A San Francisco retailer is willing to drop claims against Ivanka Trump’s brand accusing it of getting an unfair advantage given its close association with the White House — for now.
Modern Appealing Clothing, a family-owned boutique selling lines like Dries Van Noten and Comme des Garçons out of two San Francisco locations, told a local court on Wednesday that it would like to drop the unfair competition lawsuit it launched in March against the First Daughter’s brand holding company, Ivanka Trump Marks LLC.
Although the boutique, better known as MAC, said at the time that the Ivanka Trump brand was getting an “unfair advantage” over other retailers with a public affiliation and at times direct support from her father’s administration, it now sees the purported goal of the legal action fulfilled as media coverage has elicited a response from the White House.
“Shortly after articles appeared in the press about this lawsuit, the White House press secretary Sean Spicer announced that Ivanka Trump had agreed to follow federal ethics rules as they apply to her work at the White House,” MAC said in a filing.
The boutique said it’s “primary purpose in bringing this lawsuit was to ensure that Ivanka Trump did not continue to exploit the power and prestige of the White House” to promote her brand and “that goal has been achieved by the White House’s announcement,” according to its filing.
“Accordingly, and unless Ivanka Trump does not subsequently abide by the White House’s promise that she will follow federal ethics rules, plaintiff MAC’s primary goal in bringing this lawsuit has been achieved,” MAC said.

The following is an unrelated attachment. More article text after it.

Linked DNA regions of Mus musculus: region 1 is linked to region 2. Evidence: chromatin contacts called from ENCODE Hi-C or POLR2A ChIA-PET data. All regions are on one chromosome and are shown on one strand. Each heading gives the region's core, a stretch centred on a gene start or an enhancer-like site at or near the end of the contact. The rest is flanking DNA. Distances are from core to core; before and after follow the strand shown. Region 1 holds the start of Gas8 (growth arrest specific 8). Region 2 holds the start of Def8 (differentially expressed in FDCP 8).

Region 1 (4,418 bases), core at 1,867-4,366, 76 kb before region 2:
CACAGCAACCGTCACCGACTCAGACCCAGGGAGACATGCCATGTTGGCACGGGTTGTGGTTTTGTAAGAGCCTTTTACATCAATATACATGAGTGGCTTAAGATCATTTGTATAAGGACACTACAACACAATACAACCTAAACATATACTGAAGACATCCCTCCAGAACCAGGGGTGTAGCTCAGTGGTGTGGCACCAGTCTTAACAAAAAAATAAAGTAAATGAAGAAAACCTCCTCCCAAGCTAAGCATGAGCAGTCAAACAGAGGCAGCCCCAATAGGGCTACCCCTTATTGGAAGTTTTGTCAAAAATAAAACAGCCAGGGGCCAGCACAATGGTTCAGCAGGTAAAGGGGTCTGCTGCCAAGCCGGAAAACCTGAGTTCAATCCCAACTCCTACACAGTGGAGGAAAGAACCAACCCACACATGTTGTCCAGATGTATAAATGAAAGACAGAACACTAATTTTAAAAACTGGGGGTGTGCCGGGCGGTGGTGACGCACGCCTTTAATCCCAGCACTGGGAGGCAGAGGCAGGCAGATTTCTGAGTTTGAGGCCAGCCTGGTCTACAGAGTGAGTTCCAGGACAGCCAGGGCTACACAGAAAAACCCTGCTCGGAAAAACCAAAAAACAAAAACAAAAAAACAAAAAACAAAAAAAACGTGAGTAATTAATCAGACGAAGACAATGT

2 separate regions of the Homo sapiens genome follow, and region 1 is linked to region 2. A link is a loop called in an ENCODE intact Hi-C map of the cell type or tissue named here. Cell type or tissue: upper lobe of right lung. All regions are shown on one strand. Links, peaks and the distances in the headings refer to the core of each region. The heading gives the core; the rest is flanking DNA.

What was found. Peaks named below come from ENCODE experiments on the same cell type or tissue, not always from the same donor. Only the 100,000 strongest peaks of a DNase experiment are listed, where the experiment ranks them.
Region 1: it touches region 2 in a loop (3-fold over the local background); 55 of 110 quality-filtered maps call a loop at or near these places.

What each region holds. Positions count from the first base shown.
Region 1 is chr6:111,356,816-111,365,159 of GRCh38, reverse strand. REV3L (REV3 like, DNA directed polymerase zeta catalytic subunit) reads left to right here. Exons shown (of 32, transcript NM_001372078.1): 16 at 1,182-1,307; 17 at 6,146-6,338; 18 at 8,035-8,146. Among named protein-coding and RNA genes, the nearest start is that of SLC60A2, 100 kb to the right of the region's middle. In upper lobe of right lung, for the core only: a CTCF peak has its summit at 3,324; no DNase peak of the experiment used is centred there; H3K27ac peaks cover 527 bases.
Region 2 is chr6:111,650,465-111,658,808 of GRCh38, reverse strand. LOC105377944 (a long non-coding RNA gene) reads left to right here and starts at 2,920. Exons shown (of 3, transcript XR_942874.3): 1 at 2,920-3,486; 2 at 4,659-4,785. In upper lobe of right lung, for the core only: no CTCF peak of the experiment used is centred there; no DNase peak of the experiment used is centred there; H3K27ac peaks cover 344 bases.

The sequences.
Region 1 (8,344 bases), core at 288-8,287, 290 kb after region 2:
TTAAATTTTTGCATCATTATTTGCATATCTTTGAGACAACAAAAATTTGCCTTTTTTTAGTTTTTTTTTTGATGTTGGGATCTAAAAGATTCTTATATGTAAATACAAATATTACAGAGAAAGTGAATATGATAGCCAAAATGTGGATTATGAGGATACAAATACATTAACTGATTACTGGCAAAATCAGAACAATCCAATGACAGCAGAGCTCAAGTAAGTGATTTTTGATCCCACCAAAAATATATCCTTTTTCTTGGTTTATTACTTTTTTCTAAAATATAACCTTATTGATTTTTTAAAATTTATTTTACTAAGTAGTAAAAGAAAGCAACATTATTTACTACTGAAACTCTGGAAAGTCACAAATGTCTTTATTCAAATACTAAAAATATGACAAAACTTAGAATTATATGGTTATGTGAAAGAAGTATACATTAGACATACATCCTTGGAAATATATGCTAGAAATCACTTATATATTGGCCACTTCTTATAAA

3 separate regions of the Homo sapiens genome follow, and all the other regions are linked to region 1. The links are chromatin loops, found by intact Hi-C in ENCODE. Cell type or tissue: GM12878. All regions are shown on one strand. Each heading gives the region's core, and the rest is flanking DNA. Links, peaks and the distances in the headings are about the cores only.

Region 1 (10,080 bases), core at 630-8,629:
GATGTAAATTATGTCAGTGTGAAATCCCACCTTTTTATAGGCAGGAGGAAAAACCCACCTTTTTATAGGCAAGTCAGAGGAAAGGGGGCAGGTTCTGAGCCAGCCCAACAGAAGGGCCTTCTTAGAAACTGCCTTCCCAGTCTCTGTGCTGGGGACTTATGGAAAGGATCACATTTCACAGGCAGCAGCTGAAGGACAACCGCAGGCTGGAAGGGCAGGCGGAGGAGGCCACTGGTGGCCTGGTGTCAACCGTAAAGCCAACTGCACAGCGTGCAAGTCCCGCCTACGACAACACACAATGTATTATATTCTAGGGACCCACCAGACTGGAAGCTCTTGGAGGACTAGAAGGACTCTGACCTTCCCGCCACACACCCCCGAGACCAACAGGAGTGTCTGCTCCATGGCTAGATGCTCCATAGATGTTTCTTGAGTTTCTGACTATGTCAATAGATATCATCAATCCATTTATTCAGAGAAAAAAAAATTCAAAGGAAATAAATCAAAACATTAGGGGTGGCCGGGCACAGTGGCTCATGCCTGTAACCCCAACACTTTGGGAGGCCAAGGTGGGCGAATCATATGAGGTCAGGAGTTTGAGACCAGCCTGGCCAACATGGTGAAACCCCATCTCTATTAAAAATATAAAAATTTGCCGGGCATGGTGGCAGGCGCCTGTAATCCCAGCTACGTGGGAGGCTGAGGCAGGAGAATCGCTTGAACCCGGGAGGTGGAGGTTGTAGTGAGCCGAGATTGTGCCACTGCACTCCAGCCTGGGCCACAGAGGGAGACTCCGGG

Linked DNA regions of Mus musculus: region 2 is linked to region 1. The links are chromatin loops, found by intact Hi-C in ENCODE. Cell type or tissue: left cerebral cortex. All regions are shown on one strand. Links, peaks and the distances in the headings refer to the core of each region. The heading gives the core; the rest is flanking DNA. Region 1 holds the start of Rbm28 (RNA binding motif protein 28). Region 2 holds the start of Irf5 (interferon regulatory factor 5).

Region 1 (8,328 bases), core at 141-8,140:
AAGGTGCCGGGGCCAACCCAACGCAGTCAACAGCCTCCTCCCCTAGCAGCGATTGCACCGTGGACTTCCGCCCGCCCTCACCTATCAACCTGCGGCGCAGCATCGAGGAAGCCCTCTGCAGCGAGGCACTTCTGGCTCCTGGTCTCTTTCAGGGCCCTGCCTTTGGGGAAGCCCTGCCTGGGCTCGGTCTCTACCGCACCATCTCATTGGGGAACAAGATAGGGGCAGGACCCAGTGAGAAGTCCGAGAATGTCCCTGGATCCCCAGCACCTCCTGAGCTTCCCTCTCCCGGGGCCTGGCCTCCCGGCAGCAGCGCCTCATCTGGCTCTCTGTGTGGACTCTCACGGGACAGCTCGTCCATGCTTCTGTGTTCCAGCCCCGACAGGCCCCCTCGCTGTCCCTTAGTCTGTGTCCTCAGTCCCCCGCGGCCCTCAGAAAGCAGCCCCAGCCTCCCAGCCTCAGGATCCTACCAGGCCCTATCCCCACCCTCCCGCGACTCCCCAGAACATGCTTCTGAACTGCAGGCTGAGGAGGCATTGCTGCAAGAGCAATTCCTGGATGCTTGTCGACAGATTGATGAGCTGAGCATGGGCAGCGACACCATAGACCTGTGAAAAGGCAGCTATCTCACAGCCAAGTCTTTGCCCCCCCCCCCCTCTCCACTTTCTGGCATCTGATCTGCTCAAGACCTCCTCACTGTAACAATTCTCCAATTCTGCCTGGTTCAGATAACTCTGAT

With that, the boutique asked that its lawsuit be dismissed without prejudice, which would leave MAC able to refile the lawsuit in the future.
As for reasoning behind the proposed dismissal, MAC’s lawyer R. Michael Lieberman said the company is willing to take Trump and the White House “at their word,” and highlighted that should the allegedly unfair business practices continue, “nothing can stop us or anyone else from filing these claims again.”
When asked if MAC would continue to monitor Trump’s White House role and the association with her, Lieberman said, “Yes, but now the whole world is watching too.”
A White House spokesperson could not be reached for comment.
While MAC’s concerns over Trump’s relation to her brand may have been relieved, Senate Democrats aren’t convinced.
At the tail end of March, Senators Elizabeth Warren (D., Mass.) and Tom Carper (D., Del.) told the U.S. Office of Government Ethics that Trump should not be allowed to reap the benefits to her namesake fashion and accessories brand while taking on an official role in the White House.
This week, Trump received the title of assistant to the president, a role that will go unpaid, according to the administration.
The senators however pointed to Trump’s remaining business interests — including her continued brand ownership — and earlier claims by the White House that she would not become a formal employee along with promises to abide by ethics rules as the cause of “substantial confusion.”
That confusion includes what laws exactly apply to Trump’s White House position, and the senators asked the Office of Government Ethics for clarity by April 13. They also asked for a determination on whether Trump’s role in the administration is lawful and what disclosures, financial and otherwise, are required of her.
The White House last week dumped online dozens of financial disclosures by financial staffers, including that of Trump’s husband, Jared Kushner, who is a senior advisor to President Donald Trump.
While the disclosure revealed Kushner and Trump hold real estate investments worth about $741 million, specifics on earnings from the Ivanka Trump brand were not specified beyond a valuation of over $50 million.
An individual financial disclosure for Trump has not been disclosed.
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